Islam and Honour Abuse

Over the last year, I’m delighted to have made some great strides mental health-wise in continuing to heal from some pretty painful life experiences. I’ve become stronger in my purpose of helping others who might need support in identifying, escaping and recovering from honour abuse, and I’m glad that people finally appear to be paying attention to the issues involved, although there is much work yet to do. There’s little doubt, however, that a great deal of this interest from many quarters stems from the fact that I am quite willing at times to link Islam to my story as a cause or reason for the abuse.

I was interviewed recently by a PhD student in criminal justice from the US, whose research on institutional responses to honour abuse will be used to inform policy there. I definitely do not include this lovely woman as being one of those parties who is only interested in hearing what I have to say for its reinforcement of prejudiced thinking. But she did ask as part of her pre-prepared questions (as it was absolutely right of her to do given the current political climate) if I thought honour abuse had anything to do with religion. It was, of course, a loaded question. Continue reading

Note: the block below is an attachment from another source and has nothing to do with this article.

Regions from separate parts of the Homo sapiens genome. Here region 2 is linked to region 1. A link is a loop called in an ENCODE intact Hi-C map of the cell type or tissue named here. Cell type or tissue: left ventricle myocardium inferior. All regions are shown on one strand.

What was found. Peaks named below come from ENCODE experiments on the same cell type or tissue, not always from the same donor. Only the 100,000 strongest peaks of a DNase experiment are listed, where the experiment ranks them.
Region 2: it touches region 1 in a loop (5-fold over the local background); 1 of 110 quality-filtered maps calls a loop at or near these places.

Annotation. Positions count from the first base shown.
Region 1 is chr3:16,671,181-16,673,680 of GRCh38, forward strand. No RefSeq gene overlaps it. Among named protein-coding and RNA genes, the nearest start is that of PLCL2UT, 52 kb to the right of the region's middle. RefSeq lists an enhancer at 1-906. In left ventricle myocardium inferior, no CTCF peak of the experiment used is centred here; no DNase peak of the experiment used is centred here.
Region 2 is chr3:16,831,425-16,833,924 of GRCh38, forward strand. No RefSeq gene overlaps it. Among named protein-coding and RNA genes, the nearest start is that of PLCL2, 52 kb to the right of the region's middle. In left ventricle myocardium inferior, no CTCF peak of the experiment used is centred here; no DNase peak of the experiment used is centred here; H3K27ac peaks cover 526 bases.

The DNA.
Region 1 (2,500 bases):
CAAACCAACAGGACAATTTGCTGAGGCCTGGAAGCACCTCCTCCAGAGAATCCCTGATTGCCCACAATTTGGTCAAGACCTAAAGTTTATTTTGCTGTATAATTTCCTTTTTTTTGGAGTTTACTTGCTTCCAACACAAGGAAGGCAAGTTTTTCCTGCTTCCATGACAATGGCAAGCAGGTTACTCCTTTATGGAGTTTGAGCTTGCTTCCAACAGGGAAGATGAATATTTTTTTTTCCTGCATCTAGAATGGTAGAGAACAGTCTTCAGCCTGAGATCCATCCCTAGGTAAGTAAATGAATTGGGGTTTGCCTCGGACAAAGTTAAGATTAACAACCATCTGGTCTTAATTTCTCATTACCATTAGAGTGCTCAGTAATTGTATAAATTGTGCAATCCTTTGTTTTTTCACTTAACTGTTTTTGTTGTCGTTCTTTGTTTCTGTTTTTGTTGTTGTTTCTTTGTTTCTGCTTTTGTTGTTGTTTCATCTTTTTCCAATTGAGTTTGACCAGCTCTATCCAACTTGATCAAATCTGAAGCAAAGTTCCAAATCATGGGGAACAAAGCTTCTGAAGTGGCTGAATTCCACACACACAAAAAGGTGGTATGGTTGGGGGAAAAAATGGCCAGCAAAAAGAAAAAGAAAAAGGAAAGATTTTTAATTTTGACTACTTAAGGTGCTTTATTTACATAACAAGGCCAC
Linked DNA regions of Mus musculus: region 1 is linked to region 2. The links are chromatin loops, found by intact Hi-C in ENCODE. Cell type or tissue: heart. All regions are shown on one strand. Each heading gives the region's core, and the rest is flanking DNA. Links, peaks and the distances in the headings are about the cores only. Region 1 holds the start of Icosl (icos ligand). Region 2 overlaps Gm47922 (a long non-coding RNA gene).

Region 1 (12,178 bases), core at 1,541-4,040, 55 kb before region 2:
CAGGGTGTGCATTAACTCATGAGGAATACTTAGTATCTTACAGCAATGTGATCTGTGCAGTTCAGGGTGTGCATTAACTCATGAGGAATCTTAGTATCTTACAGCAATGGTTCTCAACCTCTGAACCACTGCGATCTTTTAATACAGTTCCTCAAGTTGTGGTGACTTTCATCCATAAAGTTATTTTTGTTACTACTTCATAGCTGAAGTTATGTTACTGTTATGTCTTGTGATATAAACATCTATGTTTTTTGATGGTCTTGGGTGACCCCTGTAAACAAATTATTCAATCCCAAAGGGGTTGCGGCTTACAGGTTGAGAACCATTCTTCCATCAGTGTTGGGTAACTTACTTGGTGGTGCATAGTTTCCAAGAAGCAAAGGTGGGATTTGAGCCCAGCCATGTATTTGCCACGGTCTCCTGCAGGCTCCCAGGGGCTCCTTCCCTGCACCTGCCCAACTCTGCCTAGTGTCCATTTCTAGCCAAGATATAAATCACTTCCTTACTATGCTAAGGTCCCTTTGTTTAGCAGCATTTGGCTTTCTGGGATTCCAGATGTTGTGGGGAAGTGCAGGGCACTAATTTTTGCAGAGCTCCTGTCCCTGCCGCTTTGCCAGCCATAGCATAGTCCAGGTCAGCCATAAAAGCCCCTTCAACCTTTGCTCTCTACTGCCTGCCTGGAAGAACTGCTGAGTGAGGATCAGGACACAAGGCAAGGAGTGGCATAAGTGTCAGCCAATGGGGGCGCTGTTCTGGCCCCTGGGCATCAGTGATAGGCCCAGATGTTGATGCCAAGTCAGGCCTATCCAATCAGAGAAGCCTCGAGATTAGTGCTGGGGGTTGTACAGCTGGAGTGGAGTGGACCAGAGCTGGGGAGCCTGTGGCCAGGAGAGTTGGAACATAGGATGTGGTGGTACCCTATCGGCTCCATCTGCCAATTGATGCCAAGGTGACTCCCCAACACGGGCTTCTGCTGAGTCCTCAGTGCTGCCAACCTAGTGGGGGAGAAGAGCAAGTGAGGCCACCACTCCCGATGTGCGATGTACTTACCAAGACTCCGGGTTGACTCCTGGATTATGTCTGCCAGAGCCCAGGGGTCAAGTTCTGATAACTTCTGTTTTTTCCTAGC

9/11

Today is an important day. How we feel about this day as individuals and as a global community will dictate our tomorrows. There has never been a more urgent need to reflect upon, challenge and discuss the way we deal with human suffering. It is no longer enough to simply debate about its cause and consequence, or to react immediately with strategy or defiance. All too often we push down and block out the feelings that rise when we see another human being in pain, sometimes for fear that the emotions will overwhelm us, and sometimes because our feelings of powerlessness render us numb. Perhaps our own lives are too challenging to bear the acute suffering of another. But there are times, like September 11th, when it can’t be escaped. The following documentary revolves around one photograph that was taken on that day in 2001. It was of a man, representative of many, who was faced with immediate and certain death and the only choice he had left to make was whether he was going to burn alive or jump out of a window to die instantly on impact with the ground.

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